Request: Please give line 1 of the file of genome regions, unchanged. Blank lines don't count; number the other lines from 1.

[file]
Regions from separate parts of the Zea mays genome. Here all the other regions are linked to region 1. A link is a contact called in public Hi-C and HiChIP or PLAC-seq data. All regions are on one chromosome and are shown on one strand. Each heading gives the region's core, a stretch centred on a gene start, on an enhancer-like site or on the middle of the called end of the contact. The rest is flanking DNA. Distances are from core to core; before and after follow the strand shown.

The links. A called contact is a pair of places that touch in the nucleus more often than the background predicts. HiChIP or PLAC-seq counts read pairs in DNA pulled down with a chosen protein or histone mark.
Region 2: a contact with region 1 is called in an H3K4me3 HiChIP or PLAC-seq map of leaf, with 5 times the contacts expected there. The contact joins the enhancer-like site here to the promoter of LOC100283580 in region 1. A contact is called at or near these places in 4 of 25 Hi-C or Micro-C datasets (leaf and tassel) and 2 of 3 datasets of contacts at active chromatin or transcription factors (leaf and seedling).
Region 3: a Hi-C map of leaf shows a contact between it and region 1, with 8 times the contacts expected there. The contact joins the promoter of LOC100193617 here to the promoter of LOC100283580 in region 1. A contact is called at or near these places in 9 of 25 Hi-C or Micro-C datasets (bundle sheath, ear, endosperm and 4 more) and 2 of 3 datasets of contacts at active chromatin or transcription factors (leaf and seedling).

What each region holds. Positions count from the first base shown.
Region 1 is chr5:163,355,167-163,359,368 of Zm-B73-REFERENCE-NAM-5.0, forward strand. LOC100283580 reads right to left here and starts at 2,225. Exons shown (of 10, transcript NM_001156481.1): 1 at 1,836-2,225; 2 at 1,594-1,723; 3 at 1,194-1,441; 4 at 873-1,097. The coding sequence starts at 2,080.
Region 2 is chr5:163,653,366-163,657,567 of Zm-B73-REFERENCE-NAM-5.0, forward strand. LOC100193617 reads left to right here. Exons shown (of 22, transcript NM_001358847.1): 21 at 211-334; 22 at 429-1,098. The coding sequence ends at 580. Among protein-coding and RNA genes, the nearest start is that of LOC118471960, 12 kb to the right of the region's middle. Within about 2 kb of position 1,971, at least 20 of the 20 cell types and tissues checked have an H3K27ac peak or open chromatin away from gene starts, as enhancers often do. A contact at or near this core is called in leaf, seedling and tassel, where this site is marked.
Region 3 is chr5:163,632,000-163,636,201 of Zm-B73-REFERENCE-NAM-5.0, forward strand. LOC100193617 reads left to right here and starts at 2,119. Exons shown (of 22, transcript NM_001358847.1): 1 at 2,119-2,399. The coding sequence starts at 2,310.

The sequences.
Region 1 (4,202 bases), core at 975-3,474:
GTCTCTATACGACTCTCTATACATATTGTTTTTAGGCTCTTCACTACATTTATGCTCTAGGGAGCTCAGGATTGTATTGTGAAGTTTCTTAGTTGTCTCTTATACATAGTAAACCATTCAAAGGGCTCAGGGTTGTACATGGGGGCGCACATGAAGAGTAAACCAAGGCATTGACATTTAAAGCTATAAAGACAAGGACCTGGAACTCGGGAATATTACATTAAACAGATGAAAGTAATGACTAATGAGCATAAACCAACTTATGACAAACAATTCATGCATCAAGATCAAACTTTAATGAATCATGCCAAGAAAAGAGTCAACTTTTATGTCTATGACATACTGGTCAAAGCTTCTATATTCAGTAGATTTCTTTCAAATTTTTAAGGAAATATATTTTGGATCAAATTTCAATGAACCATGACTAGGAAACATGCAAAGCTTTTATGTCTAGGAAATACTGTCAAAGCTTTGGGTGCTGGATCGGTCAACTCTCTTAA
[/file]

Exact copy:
Regions from separate parts of the Zea mays genome. Here all the other regions are linked to region 1. A link is a contact called in public Hi-C and HiChIP or PLAC-seq data. All regions are on one chromosome and are shown on one strand. Each heading gives the region's core, a stretch centred on a gene start, on an enhancer-like site or on the middle of the called end of the contact. The rest is flanking DNA. Distances are from core to core; before and after follow the strand shown.